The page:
And Jephthah vowed a vow to the Lord, and said, If thou shalt without fail deliver the children of Ammon into my hands, then it shall be that whatsoever cometh fortb of the doors of my house to meet me, when I return in peace from the children of Ammon, shall surely be the Lord's, and I will offer it up for a burnt-offering.–And the Lord delivered them into his hands.—And Jephthah came to Mizpeh to his house, and, behold, his daughter came out to meet him with timbrels and with dances ; and she was his only child :-And it came to pass when he saw her, that he rent his clothes, and said, Alas, my daughter! thou hast brought me very low, and thou art one of them that trouble me: for I have opened my mouth to the LORD, and I cannot go back; And she said to him, My father, if thou hast opened thy mouth to the LORD, do to me according to that which hath proceeded out of thy mouth. And she said to her father, let me alone two months, that I may go up and down on the mountains, and bewail my virginity, I and my fellows. And he said, Go.-And it came to pass at the end of two months, that she returned to her father, who did with her according to his vow which he had vowed :And it was a custom in Israel, that the daughters of Israel went yearly to lament the daughter of Jephthah the Gileadite four days in a year. Judges xi. 30–40.
518. (Gen. xxvii. 19.) Bechor (Hebr.) implies properly the principal or most excellent of every thing, or creature in its kind, whether in a good or bad sense. See Ps. Ixxxix. 27. Job xviii. 13. Isai. xiv, 30. Gen. xlix. 3.—Here we must observe, that the word first-born of the males must not be restrained to the eldest son ; for he may be eldest and yet not first-born.
Univer. Hist. vol. iji. p. 218.
519. (Gen. xxv. 24.] In the Encyclopædia Britannica, under the article Negro, we find an account of a young negro woman in Virginia, wife to a negro man, who had for the first time a black child, and the second time twins-a boy that was black, and a girl that was a mulatto. The boy as he grew up was a perfect negro : the girl, on the other hand, was to. lerably white; had blue eyes, and long black hair, without curl. In sbort, she had a great resemblance to the overseer of the plantation.—Here we should allow a SUPERFETATION.
The boy was a perfect negro; the natural production of the negress and her black husband. The girl was a mulatto; whose father probably was the overseer, or some other white inan, as a mulatto is never produced regularly by two blacks.
See White's Regular Gradation
in Man, p. 122.
516. [Judges si. 40.) Thaneh, to lament, in Judges v. 11 is rendered rehearse. So corrected, the translation will be- The daughters of Israel went yearly to rehearse with the daughter of Jephthah the Gileadite, four days
520. (Gen. xxv. 23.] Hesiod, the oldest of the Greek Poets, represents the Nine Muses as successively begotten, though born of one mother nearly at the same time “ In number equal to the nights of love."
Cooke's Hesiod, the Theogony, l. 92.
was not of British manufacture, but procured from the Phænicians, who traded to this island for tin and other articles.
Archæologia, vol. xiv. p. 96.
Was not Jacob really the elder, being first begotten, though last born? See Gen. xxvii, 19.
524. (Gen. xxii. 6.] At the Druid's girdle hung a knife of fint.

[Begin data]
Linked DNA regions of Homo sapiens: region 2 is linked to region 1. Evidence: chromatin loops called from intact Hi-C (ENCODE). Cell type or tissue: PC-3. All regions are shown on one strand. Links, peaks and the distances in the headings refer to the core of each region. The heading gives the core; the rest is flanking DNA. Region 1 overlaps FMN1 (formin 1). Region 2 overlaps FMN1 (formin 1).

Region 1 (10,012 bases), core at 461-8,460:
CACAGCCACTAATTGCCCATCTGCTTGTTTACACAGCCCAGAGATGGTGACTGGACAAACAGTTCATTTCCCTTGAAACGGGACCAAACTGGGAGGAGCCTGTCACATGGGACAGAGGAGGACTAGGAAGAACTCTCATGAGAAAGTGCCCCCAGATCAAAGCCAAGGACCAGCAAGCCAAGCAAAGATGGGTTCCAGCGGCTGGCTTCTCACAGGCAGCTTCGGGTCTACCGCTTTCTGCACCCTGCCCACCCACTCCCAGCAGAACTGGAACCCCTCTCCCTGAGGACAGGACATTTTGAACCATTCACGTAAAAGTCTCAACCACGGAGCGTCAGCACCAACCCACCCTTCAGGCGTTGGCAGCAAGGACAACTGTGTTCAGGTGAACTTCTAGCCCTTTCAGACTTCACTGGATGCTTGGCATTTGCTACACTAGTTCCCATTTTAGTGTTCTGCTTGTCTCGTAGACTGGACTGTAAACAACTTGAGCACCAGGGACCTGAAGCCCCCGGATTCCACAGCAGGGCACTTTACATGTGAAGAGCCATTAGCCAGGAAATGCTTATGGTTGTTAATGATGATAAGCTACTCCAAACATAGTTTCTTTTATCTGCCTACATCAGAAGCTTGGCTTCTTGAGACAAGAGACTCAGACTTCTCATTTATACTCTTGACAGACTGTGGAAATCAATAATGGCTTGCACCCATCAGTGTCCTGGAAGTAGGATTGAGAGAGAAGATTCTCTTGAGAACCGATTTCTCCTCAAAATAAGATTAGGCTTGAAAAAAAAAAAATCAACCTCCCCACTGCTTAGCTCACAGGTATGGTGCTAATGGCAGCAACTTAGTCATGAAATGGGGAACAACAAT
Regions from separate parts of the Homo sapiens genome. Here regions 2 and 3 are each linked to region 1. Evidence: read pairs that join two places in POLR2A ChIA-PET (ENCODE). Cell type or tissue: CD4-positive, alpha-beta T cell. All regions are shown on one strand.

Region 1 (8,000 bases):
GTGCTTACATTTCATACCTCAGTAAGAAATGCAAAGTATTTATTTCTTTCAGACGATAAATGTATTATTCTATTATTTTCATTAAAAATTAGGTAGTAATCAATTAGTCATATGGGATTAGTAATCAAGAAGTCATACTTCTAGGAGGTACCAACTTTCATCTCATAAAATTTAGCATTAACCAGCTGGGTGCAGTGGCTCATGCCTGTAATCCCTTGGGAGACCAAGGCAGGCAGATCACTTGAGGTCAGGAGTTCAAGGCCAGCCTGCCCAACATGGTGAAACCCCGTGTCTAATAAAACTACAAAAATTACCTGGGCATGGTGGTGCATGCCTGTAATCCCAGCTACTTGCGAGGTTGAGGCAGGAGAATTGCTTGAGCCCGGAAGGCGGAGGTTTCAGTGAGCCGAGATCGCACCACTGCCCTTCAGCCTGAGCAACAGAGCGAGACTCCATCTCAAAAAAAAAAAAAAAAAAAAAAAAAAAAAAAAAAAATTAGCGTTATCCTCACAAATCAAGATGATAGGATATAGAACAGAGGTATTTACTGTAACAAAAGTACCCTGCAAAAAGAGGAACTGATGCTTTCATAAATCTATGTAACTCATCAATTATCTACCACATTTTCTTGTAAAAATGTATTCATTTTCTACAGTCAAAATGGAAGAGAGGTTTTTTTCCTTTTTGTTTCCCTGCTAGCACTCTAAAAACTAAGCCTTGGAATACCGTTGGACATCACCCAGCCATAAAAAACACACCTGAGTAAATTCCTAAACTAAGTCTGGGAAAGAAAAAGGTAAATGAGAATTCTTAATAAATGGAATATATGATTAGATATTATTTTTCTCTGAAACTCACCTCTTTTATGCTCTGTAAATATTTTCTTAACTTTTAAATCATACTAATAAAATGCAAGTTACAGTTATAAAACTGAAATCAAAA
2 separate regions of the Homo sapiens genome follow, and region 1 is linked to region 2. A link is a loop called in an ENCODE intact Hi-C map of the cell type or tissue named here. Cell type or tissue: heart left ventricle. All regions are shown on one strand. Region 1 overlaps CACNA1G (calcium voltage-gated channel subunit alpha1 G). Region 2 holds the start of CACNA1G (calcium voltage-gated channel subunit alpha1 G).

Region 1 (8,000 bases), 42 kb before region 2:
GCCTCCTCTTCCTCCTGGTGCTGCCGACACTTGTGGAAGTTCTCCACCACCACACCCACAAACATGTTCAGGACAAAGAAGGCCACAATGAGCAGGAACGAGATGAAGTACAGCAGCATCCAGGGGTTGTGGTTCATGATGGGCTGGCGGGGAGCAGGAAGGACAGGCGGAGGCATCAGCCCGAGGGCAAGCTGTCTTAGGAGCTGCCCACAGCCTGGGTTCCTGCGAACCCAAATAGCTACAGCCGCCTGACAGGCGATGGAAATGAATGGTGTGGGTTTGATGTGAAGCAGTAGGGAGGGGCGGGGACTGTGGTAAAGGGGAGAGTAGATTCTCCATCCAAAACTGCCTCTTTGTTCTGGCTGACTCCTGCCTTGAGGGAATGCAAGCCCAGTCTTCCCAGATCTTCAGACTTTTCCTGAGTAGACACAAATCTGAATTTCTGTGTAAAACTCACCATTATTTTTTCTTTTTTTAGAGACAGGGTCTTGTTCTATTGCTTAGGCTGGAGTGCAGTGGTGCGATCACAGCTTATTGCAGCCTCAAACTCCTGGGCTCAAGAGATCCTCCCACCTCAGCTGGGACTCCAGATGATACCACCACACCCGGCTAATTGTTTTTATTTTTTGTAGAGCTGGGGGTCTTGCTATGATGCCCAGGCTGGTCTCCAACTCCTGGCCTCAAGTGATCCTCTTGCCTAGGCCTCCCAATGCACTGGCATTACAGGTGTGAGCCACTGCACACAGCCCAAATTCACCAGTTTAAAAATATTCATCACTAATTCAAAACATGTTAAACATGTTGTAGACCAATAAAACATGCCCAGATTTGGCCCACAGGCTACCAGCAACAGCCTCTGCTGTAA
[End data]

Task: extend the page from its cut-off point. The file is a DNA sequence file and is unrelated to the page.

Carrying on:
St. Pierre's Studies of Nature.
525. (Gen. xxv. 28.) What is rendered venison, is
more probably the mountain hyssop; an odoriferous, warm, 521. [Gen. sxvii. 2-4.] And Isaac said to Esau, Behold | and bitterish herb, which, boiled up with the expressed now, I am old, I know not the day of my death: Now there “ blood of the grape,” would prepare it for keeping, and fore take, I pray thee, thy weapons, thy quiver and thy bow,
render it savoury meat.-Probably also, it was the expressed and go out to the field, and take me some venison; and make
juice of the grape boiled up with lentils, which constituted me savoury meat, such as I love, and bring it to me, that I
the “red pottage,” that Esau, as a priest by birth, could may eat; that my soul may bless thee before I die. This supper of savoury meat was evidently
not eat, unsacrificed, from the hand of a laic, without becomintended for a festival on a sacrifice; and upon the prayers
ing, as the Apostle says, a profane person. that were frequent at sacrifices Isaac expected, as was then usual in such eminent cases, that a divine impulse would come upon him, in order to the solemn blessing of his son
526. (Gen. xxv. 34.] According to PLINY (Nat. Hist. there present. Whence it must be that when Isaac bad
| 1. 18. c. 31) there were in Egypt, two sorts of lentils; the one blessed Jacob, and was afterwards made sensible of his mis
red, the other yellowish : both highly prized by the Antients. take, he did not attempt to alter it; because he knew this
Univer. Hist. vol.ii.p. 124, blessing came not from himself, but from God; and that an alteration was out of his power. Whiston's Josephus, book i, Note.
White or pale lentils are a sort of pulse
we have none of in England. There are three sorts of them This was not merely the blessing of a son, but the making
sold at Paris ;-from Burgundy,-from Chartres,-from Lanof a High-priest. The sacrament was received on the ooca
Dr. LISTER.—Pinkerton's Voy. sion, which consisted of corn and wine. See Gen. xxvii. 26, 37.—We learn from the Mosaic law, that the high-priest
and Trav. part xiv. p. 47. relinquished his office before his death.
528. [Gen. xxvii. 3.) In the neighbourhood of Philadel
phia, says KALM, the corn on the sides of the road was, 522. [Gen. xxxviii. 18.] Both among the Jews and Hin
(Sept. 21st,) almost all mown; and no other grain, besides doos, certain particular acts were necessary before a person
maize and buck-wheat, was then standing unripe. The of the priestly rank could perform any religious office. In